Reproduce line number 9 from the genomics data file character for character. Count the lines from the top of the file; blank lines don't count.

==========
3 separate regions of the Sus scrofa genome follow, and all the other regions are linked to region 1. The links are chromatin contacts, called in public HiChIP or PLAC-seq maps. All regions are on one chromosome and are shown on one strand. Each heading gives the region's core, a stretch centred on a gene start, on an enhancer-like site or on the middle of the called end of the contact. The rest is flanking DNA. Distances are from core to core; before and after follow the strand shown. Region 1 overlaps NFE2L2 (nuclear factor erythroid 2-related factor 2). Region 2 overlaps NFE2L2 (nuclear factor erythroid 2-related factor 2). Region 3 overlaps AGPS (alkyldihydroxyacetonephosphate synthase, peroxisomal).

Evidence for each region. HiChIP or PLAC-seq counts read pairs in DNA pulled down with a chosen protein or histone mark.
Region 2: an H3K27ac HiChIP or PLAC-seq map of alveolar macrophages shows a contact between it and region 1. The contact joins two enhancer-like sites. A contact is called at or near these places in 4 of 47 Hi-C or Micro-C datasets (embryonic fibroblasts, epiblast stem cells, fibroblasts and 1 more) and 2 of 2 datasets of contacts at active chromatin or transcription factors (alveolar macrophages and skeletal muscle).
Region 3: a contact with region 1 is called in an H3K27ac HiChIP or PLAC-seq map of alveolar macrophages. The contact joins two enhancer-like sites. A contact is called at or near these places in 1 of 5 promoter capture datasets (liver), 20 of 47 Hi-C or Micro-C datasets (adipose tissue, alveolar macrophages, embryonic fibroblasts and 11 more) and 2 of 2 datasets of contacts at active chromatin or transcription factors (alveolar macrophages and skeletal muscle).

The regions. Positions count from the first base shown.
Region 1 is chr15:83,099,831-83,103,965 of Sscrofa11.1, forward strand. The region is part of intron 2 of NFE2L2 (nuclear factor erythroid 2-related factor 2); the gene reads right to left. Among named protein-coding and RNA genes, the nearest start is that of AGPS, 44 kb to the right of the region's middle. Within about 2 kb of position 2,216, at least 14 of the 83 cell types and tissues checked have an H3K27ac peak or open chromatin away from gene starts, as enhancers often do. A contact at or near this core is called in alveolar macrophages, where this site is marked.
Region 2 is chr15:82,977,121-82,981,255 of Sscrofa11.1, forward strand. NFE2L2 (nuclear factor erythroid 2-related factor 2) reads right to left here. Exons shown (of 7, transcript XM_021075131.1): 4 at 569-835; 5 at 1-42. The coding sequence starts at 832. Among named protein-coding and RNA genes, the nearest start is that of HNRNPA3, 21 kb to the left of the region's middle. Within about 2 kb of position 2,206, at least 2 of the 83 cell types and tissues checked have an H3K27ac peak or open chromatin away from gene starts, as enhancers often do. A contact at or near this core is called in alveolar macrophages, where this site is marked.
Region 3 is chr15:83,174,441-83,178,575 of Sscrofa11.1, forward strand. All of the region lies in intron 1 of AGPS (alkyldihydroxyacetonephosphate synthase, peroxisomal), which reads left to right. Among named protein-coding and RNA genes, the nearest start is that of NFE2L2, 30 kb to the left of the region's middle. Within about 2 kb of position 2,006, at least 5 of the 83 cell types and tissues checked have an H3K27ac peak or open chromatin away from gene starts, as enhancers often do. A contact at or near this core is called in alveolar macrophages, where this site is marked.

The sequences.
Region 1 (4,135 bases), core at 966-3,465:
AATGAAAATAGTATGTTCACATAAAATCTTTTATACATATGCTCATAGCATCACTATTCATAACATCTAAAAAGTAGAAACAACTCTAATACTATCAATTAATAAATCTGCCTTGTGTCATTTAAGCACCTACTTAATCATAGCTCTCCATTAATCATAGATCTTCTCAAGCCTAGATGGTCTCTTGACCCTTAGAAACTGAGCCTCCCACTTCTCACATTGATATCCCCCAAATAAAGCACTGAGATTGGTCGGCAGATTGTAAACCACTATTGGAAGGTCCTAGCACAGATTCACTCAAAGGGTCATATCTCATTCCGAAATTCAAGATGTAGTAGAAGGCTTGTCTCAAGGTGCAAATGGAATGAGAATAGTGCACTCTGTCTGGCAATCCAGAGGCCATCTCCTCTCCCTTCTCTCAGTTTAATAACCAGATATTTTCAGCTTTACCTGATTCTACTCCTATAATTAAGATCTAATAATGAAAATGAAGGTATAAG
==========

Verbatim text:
The sequences.